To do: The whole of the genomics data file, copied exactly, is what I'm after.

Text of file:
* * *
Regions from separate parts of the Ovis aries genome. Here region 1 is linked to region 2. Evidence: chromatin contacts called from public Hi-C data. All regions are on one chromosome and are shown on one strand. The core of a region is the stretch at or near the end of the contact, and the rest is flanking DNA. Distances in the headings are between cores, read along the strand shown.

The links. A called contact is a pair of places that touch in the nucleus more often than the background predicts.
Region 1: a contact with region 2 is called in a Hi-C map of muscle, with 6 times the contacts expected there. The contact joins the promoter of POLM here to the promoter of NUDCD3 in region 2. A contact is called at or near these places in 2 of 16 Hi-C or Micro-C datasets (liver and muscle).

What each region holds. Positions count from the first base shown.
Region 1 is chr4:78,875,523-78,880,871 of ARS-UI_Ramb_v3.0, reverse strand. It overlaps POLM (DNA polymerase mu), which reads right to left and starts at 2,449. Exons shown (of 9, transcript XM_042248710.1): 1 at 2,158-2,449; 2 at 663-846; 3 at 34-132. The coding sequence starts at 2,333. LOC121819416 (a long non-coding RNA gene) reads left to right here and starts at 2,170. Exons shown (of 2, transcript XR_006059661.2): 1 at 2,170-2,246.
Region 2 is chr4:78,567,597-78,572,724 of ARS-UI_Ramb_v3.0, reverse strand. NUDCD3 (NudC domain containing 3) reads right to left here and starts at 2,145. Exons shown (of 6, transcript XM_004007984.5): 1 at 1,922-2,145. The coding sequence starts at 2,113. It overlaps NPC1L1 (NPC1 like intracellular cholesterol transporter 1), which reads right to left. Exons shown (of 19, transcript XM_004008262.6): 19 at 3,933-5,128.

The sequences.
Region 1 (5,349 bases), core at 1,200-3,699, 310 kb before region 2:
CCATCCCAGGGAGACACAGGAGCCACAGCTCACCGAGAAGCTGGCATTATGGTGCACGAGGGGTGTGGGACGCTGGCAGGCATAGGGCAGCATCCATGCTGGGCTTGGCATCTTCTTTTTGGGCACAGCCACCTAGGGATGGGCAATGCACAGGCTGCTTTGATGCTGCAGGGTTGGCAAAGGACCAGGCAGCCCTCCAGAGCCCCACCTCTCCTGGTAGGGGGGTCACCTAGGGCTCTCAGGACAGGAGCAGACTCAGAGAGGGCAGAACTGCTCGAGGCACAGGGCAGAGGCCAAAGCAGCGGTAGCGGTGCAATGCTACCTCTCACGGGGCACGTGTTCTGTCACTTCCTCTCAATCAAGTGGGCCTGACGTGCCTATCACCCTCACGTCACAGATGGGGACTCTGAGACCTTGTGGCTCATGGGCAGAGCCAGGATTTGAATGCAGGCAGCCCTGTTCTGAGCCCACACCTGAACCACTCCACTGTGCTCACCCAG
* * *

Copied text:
Regions from separate parts of the Ovis aries genome. Here region 1 is linked to region 2. Evidence: chromatin contacts called from public Hi-C data. All regions are on one chromosome and are shown on one strand. The core of a region is the stretch at or near the end of the contact, and the rest is flanking DNA. Distances in the headings are between cores, read along the strand shown.

The links. A called contact is a pair of places that touch in the nucleus more often than the background predicts.
Region 1: a contact with region 2 is called in a Hi-C map of muscle, with 6 times the contacts expected there. The contact joins the promoter of POLM here to the promoter of NUDCD3 in region 2. A contact is called at or near these places in 2 of 16 Hi-C or Micro-C datasets (liver and muscle).

What each region holds. Positions count from the first base shown.
Region 1 is chr4:78,875,523-78,880,871 of ARS-UI_Ramb_v3.0, reverse strand. It overlaps POLM (DNA polymerase mu), which reads right to left and starts at 2,449. Exons shown (of 9, transcript XM_042248710.1): 1 at 2,158-2,449; 2 at 663-846; 3 at 34-132. The coding sequence starts at 2,333. LOC121819416 (a long non-coding RNA gene) reads left to right here and starts at 2,170. Exons shown (of 2, transcript XR_006059661.2): 1 at 2,170-2,246.
Region 2 is chr4:78,567,597-78,572,724 of ARS-UI_Ramb_v3.0, reverse strand. NUDCD3 (NudC domain containing 3) reads right to left here and starts at 2,145. Exons shown (of 6, transcript XM_004007984.5): 1 at 1,922-2,145. The coding sequence starts at 2,113. It overlaps NPC1L1 (NPC1 like intracellular cholesterol transporter 1), which reads right to left. Exons shown (of 19, transcript XM_004008262.6): 19 at 3,933-5,128.

The sequences.
Region 1 (5,349 bases), core at 1,200-3,699, 310 kb before region 2:
CCATCCCAGGGAGACACAGGAGCCACAGCTCACCGAGAAGCTGGCATTATGGTGCACGAGGGGTGTGGGACGCTGGCAGGCATAGGGCAGCATCCATGCTGGGCTTGGCATCTTCTTTTTGGGCACAGCCACCTAGGGATGGGCAATGCACAGGCTGCTTTGATGCTGCAGGGTTGGCAAAGGACCAGGCAGCCCTCCAGAGCCCCACCTCTCCTGGTAGGGGGGTCACCTAGGGCTCTCAGGACAGGAGCAGACTCAGAGAGGGCAGAACTGCTCGAGGCACAGGGCAGAGGCCAAAGCAGCGGTAGCGGTGCAATGCTACCTCTCACGGGGCACGTGTTCTGTCACTTCCTCTCAATCAAGTGGGCCTGACGTGCCTATCACCCTCACGTCACAGATGGGGACTCTGAGACCTTGTGGCTCATGGGCAGAGCCAGGATTTGAATGCAGGCAGCCCTGTTCTGAGCCCACACCTGAACCACTCCACTGTGCTCACCCAG